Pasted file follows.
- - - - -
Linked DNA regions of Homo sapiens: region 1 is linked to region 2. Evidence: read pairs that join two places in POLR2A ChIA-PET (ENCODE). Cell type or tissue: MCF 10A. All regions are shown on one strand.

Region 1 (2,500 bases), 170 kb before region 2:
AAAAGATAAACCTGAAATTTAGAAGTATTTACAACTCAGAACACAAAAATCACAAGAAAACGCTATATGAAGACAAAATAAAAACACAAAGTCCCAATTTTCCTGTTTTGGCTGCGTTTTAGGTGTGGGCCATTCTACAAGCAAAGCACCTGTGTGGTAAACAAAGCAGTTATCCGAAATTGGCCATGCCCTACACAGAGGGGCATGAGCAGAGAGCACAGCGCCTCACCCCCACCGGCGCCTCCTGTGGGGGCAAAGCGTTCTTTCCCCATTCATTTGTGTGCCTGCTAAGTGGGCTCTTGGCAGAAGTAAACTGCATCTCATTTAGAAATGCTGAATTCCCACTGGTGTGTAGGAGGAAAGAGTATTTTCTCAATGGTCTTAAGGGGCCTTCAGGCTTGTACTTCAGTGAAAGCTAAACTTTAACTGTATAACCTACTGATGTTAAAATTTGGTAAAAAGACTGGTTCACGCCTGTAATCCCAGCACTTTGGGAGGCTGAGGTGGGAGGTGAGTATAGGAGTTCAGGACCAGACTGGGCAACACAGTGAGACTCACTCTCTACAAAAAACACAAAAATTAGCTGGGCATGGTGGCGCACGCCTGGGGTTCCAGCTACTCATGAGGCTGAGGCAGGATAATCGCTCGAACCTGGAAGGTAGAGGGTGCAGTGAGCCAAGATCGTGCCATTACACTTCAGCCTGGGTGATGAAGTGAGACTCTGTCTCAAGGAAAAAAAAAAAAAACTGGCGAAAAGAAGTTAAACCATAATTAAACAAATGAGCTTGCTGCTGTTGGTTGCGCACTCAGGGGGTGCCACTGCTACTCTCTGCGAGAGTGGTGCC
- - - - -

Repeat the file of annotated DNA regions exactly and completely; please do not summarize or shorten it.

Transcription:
Linked DNA regions of Homo sapiens: region 1 is linked to region 2. Evidence: read pairs that join two places in POLR2A ChIA-PET (ENCODE). Cell type or tissue: MCF 10A. All regions are shown on one strand.

Region 1 (2,500 bases), 170 kb before region 2:
AAAAGATAAACCTGAAATTTAGAAGTATTTACAACTCAGAACACAAAAATCACAAGAAAACGCTATATGAAGACAAAATAAAAACACAAAGTCCCAATTTTCCTGTTTTGGCTGCGTTTTAGGTGTGGGCCATTCTACAAGCAAAGCACCTGTGTGGTAAACAAAGCAGTTATCCGAAATTGGCCATGCCCTACACAGAGGGGCATGAGCAGAGAGCACAGCGCCTCACCCCCACCGGCGCCTCCTGTGGGGGCAAAGCGTTCTTTCCCCATTCATTTGTGTGCCTGCTAAGTGGGCTCTTGGCAGAAGTAAACTGCATCTCATTTAGAAATGCTGAATTCCCACTGGTGTGTAGGAGGAAAGAGTATTTTCTCAATGGTCTTAAGGGGCCTTCAGGCTTGTACTTCAGTGAAAGCTAAACTTTAACTGTATAACCTACTGATGTTAAAATTTGGTAAAAAGACTGGTTCACGCCTGTAATCCCAGCACTTTGGGAGGCTGAGGTGGGAGGTGAGTATAGGAGTTCAGGACCAGACTGGGCAACACAGTGAGACTCACTCTCTACAAAAAACACAAAAATTAGCTGGGCATGGTGGCGCACGCCTGGGGTTCCAGCTACTCATGAGGCTGAGGCAGGATAATCGCTCGAACCTGGAAGGTAGAGGGTGCAGTGAGCCAAGATCGTGCCATTACACTTCAGCCTGGGTGATGAAGTGAGACTCTGTCTCAAGGAAAAAAAAAAAAAACTGGCGAAAAGAAGTTAAACCATAATTAAACAAATGAGCTTGCTGCTGTTGGTTGCGCACTCAGGGGGTGCCACTGCTACTCTCTGCGAGAGTGGTGCC